JOURNAL ARTICLE

Modulation of cystatin A expression in human airway epithelium related to genotype, smoking, COPD, and lung cancer

Marcus W Butler, Tomoya Fukui, Jacqueline Salit, Renat Shaykhiev, Jason G Mezey, Neil R Hackett, Ronald G Crystal
Cancer Research 2011 April 1, 71 (7): 2572-81
21325429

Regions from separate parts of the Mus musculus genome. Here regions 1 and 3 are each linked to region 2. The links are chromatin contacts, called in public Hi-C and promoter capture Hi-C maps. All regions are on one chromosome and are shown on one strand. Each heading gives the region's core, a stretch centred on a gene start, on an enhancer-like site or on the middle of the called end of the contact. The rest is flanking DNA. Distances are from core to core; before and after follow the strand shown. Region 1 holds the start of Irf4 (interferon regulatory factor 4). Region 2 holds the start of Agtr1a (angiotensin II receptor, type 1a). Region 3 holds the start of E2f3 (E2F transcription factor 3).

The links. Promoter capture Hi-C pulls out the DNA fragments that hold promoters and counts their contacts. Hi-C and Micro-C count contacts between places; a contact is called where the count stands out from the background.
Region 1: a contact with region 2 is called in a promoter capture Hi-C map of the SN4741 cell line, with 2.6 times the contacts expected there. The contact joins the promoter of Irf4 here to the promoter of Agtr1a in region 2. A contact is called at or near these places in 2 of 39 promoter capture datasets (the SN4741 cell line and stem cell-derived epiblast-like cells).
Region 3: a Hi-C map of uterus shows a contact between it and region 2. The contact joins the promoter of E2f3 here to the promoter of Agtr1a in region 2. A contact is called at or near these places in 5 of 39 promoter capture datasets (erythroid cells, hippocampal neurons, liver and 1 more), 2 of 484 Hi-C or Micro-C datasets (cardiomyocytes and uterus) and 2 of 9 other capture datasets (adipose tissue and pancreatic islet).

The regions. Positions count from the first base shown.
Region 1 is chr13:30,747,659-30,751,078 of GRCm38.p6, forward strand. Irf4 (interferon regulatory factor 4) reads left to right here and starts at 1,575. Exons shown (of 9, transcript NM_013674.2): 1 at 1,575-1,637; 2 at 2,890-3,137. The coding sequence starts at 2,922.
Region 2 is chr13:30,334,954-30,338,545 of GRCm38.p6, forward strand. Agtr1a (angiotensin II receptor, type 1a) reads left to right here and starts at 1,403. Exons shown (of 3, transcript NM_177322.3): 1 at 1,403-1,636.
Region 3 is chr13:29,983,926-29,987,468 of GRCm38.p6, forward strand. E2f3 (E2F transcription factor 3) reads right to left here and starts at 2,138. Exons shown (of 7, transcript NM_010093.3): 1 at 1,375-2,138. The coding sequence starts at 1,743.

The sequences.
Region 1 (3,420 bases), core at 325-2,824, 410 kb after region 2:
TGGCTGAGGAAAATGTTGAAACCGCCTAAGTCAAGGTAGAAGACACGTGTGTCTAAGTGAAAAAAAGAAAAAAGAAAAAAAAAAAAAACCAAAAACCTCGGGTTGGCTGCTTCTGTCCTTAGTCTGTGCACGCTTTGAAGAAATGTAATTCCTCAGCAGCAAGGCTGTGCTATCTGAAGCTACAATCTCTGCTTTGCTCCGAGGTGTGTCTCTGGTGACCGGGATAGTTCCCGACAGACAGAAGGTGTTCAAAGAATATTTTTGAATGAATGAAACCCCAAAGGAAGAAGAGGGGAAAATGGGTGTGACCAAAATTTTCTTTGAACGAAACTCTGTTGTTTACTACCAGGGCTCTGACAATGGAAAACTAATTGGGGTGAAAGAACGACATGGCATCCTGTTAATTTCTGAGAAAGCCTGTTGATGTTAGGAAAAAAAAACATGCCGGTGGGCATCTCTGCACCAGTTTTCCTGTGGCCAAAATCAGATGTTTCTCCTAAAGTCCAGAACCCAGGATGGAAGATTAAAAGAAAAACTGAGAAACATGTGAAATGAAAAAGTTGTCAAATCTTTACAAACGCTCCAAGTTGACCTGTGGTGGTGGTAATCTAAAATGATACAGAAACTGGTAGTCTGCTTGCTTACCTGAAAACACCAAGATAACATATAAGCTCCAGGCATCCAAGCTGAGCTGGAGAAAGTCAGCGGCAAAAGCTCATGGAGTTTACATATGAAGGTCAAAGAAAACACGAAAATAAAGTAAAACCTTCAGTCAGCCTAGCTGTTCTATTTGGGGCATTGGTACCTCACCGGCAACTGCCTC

The cathepsin inhibitor Cystatin A (CSTA) has antiapoptotic properties linked with neoplastic changes in squamous cell epithelium, where it has been proposed as a diagnostic and prognostic marker of lung cancer. Notably, cystatin A is upregulated in dysplastic epithelium, prompting us to hypothesize that it might be modulated in chronic obstructive pulmonary disease (COPD), a small airway epithelial (SAE) disorder that is a risk factor for non-small cell lung cancer (NSCLC) in a subset of smokers. Here we report that genetic variation, smoking, and COPD can all elevate levels of CSTA expression in lung small airway epithelia, with still further upregulation in squamous cell carcinoma (SCC), an NSCLC subtype. We examined SAE gene expression in 178 individuals, including healthy nonsmokers (n = 60), healthy smokers (n = 82), and COPD smokers (n = 36), with corresponding large airway epithelium (LAE) data included in a subset of subjects (n = 52). Blood DNA was genotyped by SNP microarray. Twelve SNPs upstream of the CSTA gene were found to associate with its expression in SAE. Levels were higher in COPD smokers than in healthy smokers, who, in turn, had higher levels than nonsmokers. CSTA gene expression in LAE was also smoking-responsive. Using publicly available NSCLC expression data we also found that CSTA was upregulated in SCC versus LAE and downregulated in adenocarcinoma versus smoke-exposed SAE. All phenotypes were associated with different proportional expression of CSTA to cathepsins. Our findings establish that genetic variability, smoking, and COPD all influence CSTA expression, as does SCC, supporting the concept that CSTA may make pivotal contributions to NSCLC pathogenesis in both early and late stages of disease development.

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